Public Lands Already under Attack in Congress and State Legislature
Zinke votes for rule change making it easier for federal government to dispose of public lands
Yesterday was the opening day of Congress, and the House of Representatives wasted no time laying the groundwork for not just selling off our public lands, but giving them away for free.
Buried in a larger package of rule changes was language authored by Utah Congressman Rob Bishop that stops Congress from having to account for a loss of cash flow in any legislation that transfers federal public lands to the state. It doesn’t matter if the lands in question are national parks or are generating money through logging, mineral development, or grazing. Congress could simply give these lands to state and tribal entities and pretend as though the American people hadn’t lost any money on the deal.
Astonishingly, Montana Congressman Ryan Zinke, likely our next secretary of Interior, voted for this package.
"This rule change is an absolute affront to Montana's way of life and to the millions of Americans who hike, hunt, fish, and camp on public lands," said MWA Executive Director Brian Sybert. "These lands belong to all Americans. They're what make America so great. It's unimaginable that some in Congress would want to simply give these lands away.
"It's especially troubling,” Sybert added, “that Rep. Zinke, a self-proclaimed Roosevelt conservationist and possibly our next Interior secretary, voted for this measure, because this is a major attack on Roosevelt's legacy."
This change in House laws comes a day or so after Montana State Senator Jennifer Fielder submitted two joint resolution drafts, one to study federal land transfer to the state and another to request federal lands transfer to the state.
"This rule change is an absolute affront to Montana's way of life and to the millions of Americans who hike, hunt, fish, and camp on public lands."
-Brian Sybert, MWA executive director
These two events, the House rules change and Sen. Fielder’s resolutions, makes clear there’s a coordinated effort between anti-public lands radicals at the federal and state levels to transfer our public lands to the state – the first step in selling those lands off.
For Montana, a lands transfer would mean taking on the financial burden of managing roughly 270 million additional acres of public lands. This would no doubt cause our taxes to skyrocket and eventually force the state to either industrialize or sell off our public lands. Either way, we would lose our favorite hiking areas, hunting grounds, fishing holes, and other places where we live and enjoy our outdoor way of life.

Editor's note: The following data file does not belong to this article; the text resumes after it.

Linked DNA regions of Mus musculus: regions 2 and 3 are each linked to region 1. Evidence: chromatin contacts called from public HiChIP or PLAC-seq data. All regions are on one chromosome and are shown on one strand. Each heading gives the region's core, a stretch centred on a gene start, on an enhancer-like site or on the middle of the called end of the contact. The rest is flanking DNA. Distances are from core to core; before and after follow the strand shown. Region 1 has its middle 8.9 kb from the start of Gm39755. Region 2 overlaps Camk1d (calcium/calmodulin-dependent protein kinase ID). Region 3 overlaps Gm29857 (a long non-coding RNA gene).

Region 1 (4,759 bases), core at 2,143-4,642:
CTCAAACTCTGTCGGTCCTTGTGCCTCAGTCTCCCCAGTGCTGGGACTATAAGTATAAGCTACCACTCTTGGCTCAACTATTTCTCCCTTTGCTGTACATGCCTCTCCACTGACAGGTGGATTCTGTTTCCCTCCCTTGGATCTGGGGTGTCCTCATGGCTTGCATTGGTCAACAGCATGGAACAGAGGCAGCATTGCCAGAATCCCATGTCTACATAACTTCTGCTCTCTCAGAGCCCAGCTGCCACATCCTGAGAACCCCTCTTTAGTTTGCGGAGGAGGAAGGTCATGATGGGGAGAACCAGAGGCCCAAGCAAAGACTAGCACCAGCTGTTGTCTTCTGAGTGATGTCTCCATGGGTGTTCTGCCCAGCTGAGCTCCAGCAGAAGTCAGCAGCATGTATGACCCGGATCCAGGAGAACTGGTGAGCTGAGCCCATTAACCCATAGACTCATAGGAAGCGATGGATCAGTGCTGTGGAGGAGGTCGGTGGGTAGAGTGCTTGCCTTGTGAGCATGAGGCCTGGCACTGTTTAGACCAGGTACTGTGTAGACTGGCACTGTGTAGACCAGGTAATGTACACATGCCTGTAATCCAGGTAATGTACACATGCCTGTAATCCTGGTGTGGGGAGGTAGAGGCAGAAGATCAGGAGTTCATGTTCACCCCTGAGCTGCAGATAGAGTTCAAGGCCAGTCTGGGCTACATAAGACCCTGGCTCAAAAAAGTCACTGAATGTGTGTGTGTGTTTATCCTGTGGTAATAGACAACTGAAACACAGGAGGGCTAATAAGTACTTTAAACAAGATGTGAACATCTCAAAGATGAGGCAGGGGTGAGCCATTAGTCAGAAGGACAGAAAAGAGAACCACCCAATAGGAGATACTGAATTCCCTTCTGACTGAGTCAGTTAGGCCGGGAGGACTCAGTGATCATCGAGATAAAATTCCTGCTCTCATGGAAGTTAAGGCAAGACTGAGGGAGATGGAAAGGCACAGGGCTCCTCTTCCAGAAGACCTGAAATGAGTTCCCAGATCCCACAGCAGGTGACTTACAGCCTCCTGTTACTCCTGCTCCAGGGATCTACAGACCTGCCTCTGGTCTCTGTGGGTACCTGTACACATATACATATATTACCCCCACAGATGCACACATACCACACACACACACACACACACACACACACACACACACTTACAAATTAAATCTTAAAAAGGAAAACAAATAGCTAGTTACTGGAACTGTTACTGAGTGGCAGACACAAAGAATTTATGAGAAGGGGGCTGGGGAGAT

Transfer would also kill our outdoor recreation economy, which currently generates $6 billion annually, accounts for $403 million in tax revenue, and employs 64,000 people.
With the changes brought on by the 2016 election, the threat of Montana losing its outdoor way of life is perhaps now greater than it’s ever been.
Americans across the country have overwhelmingly rejected the transfer scheme again and again, especially in Montana and other western states. Montana's senators also continue to reject public land transfer policies. Sen. Tester and Sen. Daines both issued statements on Wednesday condemning the rule change in the House of Representatives.
Nonetheless, it appears Congress is bracing to defy the will of Americans and dispose of public lands.
That’s why we’re urging you to join us at the Capitol Rotunda in Helena on Monday, January 30 at noon for a public lands rally. Speakers will include Governor Steve Bullock, mountaineering legend Conrad Anker, fly fishing guide and TV host Hilary Hutcheson, and K.C. Walsh, CEO of Simms fishing company.
- Kayje Booker, MWA state policy director